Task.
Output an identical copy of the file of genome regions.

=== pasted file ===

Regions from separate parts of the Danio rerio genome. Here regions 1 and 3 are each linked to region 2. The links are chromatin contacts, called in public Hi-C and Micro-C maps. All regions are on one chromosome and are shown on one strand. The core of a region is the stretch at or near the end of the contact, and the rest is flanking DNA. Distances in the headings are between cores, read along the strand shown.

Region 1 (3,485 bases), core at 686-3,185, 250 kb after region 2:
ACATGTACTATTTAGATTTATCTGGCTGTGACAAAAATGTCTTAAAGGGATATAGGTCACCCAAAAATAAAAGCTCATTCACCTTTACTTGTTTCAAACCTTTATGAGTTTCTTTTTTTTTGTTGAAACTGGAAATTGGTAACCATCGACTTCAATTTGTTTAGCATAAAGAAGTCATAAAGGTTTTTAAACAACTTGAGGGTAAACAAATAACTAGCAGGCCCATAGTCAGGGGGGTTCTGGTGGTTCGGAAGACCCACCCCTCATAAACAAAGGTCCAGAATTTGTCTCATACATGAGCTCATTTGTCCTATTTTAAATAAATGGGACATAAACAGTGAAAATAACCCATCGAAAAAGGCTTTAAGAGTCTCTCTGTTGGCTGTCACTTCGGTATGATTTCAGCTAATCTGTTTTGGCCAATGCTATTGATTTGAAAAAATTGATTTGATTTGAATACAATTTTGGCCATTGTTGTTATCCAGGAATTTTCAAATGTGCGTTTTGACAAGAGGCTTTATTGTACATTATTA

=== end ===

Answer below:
Regions from separate parts of the Danio rerio genome. Here regions 1 and 3 are each linked to region 2. The links are chromatin contacts, called in public Hi-C and Micro-C maps. All regions are on one chromosome and are shown on one strand. The core of a region is the stretch at or near the end of the contact, and the rest is flanking DNA. Distances in the headings are between cores, read along the strand shown.

Region 1 (3,485 bases), core at 686-3,185, 250 kb after region 2:
ACATGTACTATTTAGATTTATCTGGCTGTGACAAAAATGTCTTAAAGGGATATAGGTCACCCAAAAATAAAAGCTCATTCACCTTTACTTGTTTCAAACCTTTATGAGTTTCTTTTTTTTTGTTGAAACTGGAAATTGGTAACCATCGACTTCAATTTGTTTAGCATAAAGAAGTCATAAAGGTTTTTAAACAACTTGAGGGTAAACAAATAACTAGCAGGCCCATAGTCAGGGGGGTTCTGGTGGTTCGGAAGACCCACCCCTCATAAACAAAGGTCCAGAATTTGTCTCATACATGAGCTCATTTGTCCTATTTTAAATAAATGGGACATAAACAGTGAAAATAACCCATCGAAAAAGGCTTTAAGAGTCTCTCTGTTGGCTGTCACTTCGGTATGATTTCAGCTAATCTGTTTTGGCCAATGCTATTGATTTGAAAAAATTGATTTGATTTGAATACAATTTTGGCCATTGTTGTTATCCAGGAATTTTCAAATGTGCGTTTTGACAAGAGGCTTTATTGTACATTATTA